SChafer & Ebling Mineral Water Hamilton O
SChafer & Ebling
This Bottle is Never Sold
John Schafer and Fred Ebling, Hamilton, Ohio
Dark Green Aquamarine Soda
Provenance: Doug Shutler Collection
Our museum example of a Schafer & Ebling Mineral Water bottle from Hamilton, Ohio, is considered very rare. So rare that we could not find any other examples or variants to compare or present.
The dark green aquamarine cylindrical blob top soda is 7 ½” tall and has an iron pontil. The front of the bottle is embossed, ‘SCHAFER & EBLING’ in a strong arc over horizontal straight line embossed copy reading ‘MINERAL WATER.’ Beneath this copy, at the bottle of the bottle, is embossed ‘HAMILTON O’, also in a straight horizontal line. All copy is in a bold serifed typestyle.
The difference between “soda water” and “mineral water” during the 19th century was often vague. Soda water was generally considered flavored artificial mineral water with the purposeful addition of carbonation and various compounds and flavoring. Mineral or spring water, as it was also called, would generally be natural waters from spring sources that were typically highly mineralized with carbonates like alkaline, sulfurous compounds, and or various salts, which often carbonated naturally. The confusion sometimes arises when mineral water is used as a generic term applied to various natural and artificially carbonated, non-artificially flavored waters, including many utilized for their perceived medicinal qualities. Please visit the museum Spring & Mineral Water Gallery.
The reverse of the Schafer & Ebling bottle is embossed ‘THIS BOTTLE IS NEVER SOLD’ in two straight horizontal lines. The typestyle is the same. Many soda water bottles have extensive base and side wear as soda water bottles were the soda bottler’s property and were often marked and embossed like our example.
What is extraordinary about this bottle are the darker green swirls or striations of color in the shoulder of the glass bottle that lead up to the sloppy applied blob top mouth.
Schafer & Ebling
When referencing the 1861-1862 William’s Hamilton City Directory, we see a listing for Schafer & Ebling, mineral water manufacturers located on the south side of High Street between 5th and 7th Streets, Hamilton, Ohio. The partners were John Schafer and Frederick Ebling.
When looking at an 1860 United Stated Federal Census, we see that John Schafer was 35 years old and born about 1825 in Oldenburg, Germany. His occupation was listed as a grocer in Cincinnati. This is most likely our Schafer name embossed on the bottle. That same census year, Fredrick Epling was 31 years old and born about 1829 in Germany. He lived in Hamilton, and his occupation was listed as “mineral water manufacturer.”
The city of Hamilton is located about 30 miles due north of Cincinnati and is the county seat of Butler County, Ohio. It is situated on both banks of the Great Miami River, a tributary of the Ohio River. The city was originally the site of Fort Hamilton, which was constructed on the east bank of the Miami River in September 1791. The first U.S. Army fort was built north of Cincinnati in Native American territory. Fort Hamilton served as a supply depot for military expeditions against the tribes living along the Great Miami, Auglaize, and Maumee Rivers during the early 1790s. Today Hamilton, Ohio, is located on the site of the fort.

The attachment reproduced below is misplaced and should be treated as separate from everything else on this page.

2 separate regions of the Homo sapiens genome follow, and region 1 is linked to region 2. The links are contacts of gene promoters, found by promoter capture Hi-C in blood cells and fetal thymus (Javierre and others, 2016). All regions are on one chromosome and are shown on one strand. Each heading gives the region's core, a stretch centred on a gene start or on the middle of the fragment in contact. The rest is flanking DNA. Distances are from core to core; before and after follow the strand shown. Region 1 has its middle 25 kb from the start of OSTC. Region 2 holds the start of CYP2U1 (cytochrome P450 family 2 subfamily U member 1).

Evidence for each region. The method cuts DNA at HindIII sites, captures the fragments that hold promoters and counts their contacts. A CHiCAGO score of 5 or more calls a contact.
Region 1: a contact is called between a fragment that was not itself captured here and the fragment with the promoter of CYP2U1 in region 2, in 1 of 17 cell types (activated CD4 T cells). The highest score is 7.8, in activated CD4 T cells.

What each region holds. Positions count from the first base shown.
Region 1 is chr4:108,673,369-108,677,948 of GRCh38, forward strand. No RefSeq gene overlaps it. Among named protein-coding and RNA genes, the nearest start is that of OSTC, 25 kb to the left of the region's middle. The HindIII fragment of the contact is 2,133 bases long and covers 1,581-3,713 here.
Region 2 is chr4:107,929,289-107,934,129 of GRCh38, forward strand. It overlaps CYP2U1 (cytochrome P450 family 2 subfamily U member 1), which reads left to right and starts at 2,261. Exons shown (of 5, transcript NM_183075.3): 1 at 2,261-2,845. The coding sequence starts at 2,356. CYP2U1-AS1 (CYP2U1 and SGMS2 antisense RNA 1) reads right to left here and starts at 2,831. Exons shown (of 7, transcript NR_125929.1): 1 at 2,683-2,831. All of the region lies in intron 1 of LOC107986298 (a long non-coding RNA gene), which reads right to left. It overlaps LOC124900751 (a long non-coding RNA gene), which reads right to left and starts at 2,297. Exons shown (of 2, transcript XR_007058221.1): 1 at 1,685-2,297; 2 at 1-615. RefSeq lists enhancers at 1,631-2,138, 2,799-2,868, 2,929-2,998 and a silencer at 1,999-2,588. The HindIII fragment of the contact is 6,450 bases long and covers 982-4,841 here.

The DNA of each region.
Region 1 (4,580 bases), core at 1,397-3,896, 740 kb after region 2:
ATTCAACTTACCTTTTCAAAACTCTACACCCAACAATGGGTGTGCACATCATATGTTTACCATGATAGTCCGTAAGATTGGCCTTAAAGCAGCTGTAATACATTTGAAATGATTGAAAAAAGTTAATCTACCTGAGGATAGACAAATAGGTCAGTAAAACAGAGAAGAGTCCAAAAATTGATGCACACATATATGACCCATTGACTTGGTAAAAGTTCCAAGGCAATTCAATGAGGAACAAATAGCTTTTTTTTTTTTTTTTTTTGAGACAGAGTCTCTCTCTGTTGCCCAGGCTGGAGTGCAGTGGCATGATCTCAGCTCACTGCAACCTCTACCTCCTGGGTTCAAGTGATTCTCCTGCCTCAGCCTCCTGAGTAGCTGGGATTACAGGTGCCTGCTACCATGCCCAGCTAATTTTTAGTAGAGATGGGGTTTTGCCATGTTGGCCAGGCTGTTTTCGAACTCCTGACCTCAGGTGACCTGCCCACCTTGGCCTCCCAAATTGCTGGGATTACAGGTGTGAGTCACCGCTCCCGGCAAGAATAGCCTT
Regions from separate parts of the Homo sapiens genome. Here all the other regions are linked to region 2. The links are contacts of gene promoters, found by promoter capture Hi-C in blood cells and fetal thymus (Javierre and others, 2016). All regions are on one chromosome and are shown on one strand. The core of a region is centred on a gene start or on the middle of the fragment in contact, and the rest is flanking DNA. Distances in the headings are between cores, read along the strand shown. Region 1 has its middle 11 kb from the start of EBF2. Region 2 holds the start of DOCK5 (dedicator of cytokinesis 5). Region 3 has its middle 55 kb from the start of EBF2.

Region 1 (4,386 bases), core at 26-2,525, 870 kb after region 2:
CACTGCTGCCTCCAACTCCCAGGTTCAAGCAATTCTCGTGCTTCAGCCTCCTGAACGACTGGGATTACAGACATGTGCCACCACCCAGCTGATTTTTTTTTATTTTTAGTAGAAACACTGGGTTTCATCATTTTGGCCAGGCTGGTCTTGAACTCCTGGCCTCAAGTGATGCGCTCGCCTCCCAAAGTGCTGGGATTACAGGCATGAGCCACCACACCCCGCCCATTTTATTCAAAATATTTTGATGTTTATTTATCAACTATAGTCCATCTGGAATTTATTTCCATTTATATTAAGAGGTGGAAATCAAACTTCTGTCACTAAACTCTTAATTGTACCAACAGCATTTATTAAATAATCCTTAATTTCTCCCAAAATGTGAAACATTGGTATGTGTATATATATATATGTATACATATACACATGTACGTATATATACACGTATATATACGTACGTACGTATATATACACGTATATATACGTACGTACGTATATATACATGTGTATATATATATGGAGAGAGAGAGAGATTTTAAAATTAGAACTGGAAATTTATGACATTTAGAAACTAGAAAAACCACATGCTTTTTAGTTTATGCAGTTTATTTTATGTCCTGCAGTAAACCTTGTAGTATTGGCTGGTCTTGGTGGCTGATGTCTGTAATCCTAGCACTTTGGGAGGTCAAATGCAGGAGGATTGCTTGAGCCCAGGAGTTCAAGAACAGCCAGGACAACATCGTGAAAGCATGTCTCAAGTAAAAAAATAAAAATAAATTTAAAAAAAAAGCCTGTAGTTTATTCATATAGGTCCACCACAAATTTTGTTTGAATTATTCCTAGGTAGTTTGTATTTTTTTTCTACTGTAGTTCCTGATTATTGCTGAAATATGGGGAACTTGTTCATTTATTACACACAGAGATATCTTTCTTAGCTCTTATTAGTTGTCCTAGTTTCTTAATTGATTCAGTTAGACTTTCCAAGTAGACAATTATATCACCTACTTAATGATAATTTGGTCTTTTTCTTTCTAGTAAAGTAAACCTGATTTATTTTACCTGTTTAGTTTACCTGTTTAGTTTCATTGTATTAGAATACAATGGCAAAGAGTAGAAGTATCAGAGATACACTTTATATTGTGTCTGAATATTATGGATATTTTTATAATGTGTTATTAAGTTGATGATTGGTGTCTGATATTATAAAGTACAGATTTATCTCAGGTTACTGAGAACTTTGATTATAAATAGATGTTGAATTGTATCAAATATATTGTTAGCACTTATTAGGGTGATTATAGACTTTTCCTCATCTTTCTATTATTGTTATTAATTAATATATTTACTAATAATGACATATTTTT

By 1794, a town had grown up around the fort. Founded as Fairfield, the town’s name was changed to Hamilton in honor of Secretary of the Treasury Alexander Hamilton.
Hamilton reached a population of 1,409 people by 1840. Six years later, the town included seven churches, a women’s academy, two newspapers, three cotton mills, three flour mills, two machine shops, and sixteen retail stores. This is just a few years before John Schafer, and Fred Ebling would start their mineral water works.
Located on two railroad lines and the Miami and Erie Canal, Hamilton flourished in the nineteenth century with many new residents from Germany, Ireland, and other European countries. In 1880, the city’s population reached 12,122 residents. By 1886, the town consisted of five newspaper offices, one dozen churches, and two banks. Over one-third of the people were school-age children. Numerous businesses flourished in Hamilton. Manufacturing establishments produced canned goods, steam pumps, tools, paper, tile, sawmill machinery, iron castings, and countless other products. One brewing company in Hamilton produced more than thirty thousand barrels of beer per year. The city’s largest manufacturing firm was A. Fisher Manufacturing Company, with 255 employees.
Primary Image: Schafer & Ebling Mineral Water, Hamilton, Ohio bottle imaged on location by Alan DeMaison, FOHBC Virtual Museum Midwest Studio
Support: Reference to The American Pontiled Soda Database Project, Tod von Mechow
Support Image: Fort Hamilton circa 1790s, Hamilton, Butler County, Ohio.
Support: Reference to Soda & Beer Bottles of North America, Tod von Mechow
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